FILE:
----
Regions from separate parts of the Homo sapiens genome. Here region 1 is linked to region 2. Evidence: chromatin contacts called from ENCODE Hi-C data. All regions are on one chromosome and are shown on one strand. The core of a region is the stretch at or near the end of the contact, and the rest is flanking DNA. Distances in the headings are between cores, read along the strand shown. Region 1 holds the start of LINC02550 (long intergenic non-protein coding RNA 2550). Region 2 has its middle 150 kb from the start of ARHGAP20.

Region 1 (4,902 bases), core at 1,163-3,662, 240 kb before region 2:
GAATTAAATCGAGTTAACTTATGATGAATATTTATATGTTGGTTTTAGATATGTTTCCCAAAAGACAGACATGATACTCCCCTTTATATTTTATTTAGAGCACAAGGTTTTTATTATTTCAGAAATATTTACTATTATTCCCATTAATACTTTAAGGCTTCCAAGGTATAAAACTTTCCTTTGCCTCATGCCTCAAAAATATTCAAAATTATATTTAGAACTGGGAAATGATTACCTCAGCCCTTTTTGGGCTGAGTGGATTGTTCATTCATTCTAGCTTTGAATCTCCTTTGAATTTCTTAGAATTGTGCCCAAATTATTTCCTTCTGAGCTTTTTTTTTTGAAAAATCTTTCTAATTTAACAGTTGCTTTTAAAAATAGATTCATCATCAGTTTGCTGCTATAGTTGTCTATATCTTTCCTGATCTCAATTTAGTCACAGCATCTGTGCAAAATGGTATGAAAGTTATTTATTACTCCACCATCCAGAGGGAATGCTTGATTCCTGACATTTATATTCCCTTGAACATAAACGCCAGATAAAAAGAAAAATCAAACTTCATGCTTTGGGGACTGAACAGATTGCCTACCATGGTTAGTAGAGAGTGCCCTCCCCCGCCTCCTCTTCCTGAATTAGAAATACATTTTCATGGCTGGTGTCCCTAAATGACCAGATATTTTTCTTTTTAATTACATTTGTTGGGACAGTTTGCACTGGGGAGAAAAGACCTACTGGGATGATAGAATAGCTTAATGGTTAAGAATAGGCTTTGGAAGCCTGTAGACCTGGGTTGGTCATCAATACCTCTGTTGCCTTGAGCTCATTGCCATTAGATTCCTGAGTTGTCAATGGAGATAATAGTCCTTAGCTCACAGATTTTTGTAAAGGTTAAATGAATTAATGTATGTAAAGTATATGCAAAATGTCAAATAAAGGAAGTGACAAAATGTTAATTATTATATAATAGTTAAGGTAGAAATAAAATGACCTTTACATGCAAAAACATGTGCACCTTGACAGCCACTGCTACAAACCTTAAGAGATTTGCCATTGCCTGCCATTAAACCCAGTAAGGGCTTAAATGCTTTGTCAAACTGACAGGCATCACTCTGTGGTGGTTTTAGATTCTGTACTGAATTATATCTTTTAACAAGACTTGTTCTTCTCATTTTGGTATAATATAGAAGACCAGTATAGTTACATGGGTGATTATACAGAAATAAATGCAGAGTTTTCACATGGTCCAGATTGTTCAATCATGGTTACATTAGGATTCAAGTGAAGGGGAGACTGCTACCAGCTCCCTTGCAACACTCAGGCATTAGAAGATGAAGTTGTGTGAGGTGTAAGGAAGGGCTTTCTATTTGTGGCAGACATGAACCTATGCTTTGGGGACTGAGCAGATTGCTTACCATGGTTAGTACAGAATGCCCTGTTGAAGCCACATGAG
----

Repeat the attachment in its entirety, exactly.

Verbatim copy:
Regions from separate parts of the Homo sapiens genome. Here region 1 is linked to region 2. Evidence: chromatin contacts called from ENCODE Hi-C data. All regions are on one chromosome and are shown on one strand. The core of a region is the stretch at or near the end of the contact, and the rest is flanking DNA. Distances in the headings are between cores, read along the strand shown. Region 1 holds the start of LINC02550 (long intergenic non-protein coding RNA 2550). Region 2 has its middle 150 kb from the start of ARHGAP20.

Region 1 (4,902 bases), core at 1,163-3,662, 240 kb before region 2:
GAATTAAATCGAGTTAACTTATGATGAATATTTATATGTTGGTTTTAGATATGTTTCCCAAAAGACAGACATGATACTCCCCTTTATATTTTATTTAGAGCACAAGGTTTTTATTATTTCAGAAATATTTACTATTATTCCCATTAATACTTTAAGGCTTCCAAGGTATAAAACTTTCCTTTGCCTCATGCCTCAAAAATATTCAAAATTATATTTAGAACTGGGAAATGATTACCTCAGCCCTTTTTGGGCTGAGTGGATTGTTCATTCATTCTAGCTTTGAATCTCCTTTGAATTTCTTAGAATTGTGCCCAAATTATTTCCTTCTGAGCTTTTTTTTTTGAAAAATCTTTCTAATTTAACAGTTGCTTTTAAAAATAGATTCATCATCAGTTTGCTGCTATAGTTGTCTATATCTTTCCTGATCTCAATTTAGTCACAGCATCTGTGCAAAATGGTATGAAAGTTATTTATTACTCCACCATCCAGAGGGAATGCTTGATTCCTGACATTTATATTCCCTTGAACATAAACGCCAGATAAAAAGAAAAATCAAACTTCATGCTTTGGGGACTGAACAGATTGCCTACCATGGTTAGTAGAGAGTGCCCTCCCCCGCCTCCTCTTCCTGAATTAGAAATACATTTTCATGGCTGGTGTCCCTAAATGACCAGATATTTTTCTTTTTAATTACATTTGTTGGGACAGTTTGCACTGGGGAGAAAAGACCTACTGGGATGATAGAATAGCTTAATGGTTAAGAATAGGCTTTGGAAGCCTGTAGACCTGGGTTGGTCATCAATACCTCTGTTGCCTTGAGCTCATTGCCATTAGATTCCTGAGTTGTCAATGGAGATAATAGTCCTTAGCTCACAGATTTTTGTAAAGGTTAAATGAATTAATGTATGTAAAGTATATGCAAAATGTCAAATAAAGGAAGTGACAAAATGTTAATTATTATATAATAGTTAAGGTAGAAATAAAATGACCTTTACATGCAAAAACATGTGCACCTTGACAGCCACTGCTACAAACCTTAAGAGATTTGCCATTGCCTGCCATTAAACCCAGTAAGGGCTTAAATGCTTTGTCAAACTGACAGGCATCACTCTGTGGTGGTTTTAGATTCTGTACTGAATTATATCTTTTAACAAGACTTGTTCTTCTCATTTTGGTATAATATAGAAGACCAGTATAGTTACATGGGTGATTATACAGAAATAAATGCAGAGTTTTCACATGGTCCAGATTGTTCAATCATGGTTACATTAGGATTCAAGTGAAGGGGAGACTGCTACCAGCTCCCTTGCAACACTCAGGCATTAGAAGATGAAGTTGTGTGAGGTGTAAGGAAGGGCTTTCTATTTGTGGCAGACATGAACCTATGCTTTGGGGACTGAGCAGATTGCTTACCATGGTTAGTACAGAATGCCCTGTTGAAGCCACATGAG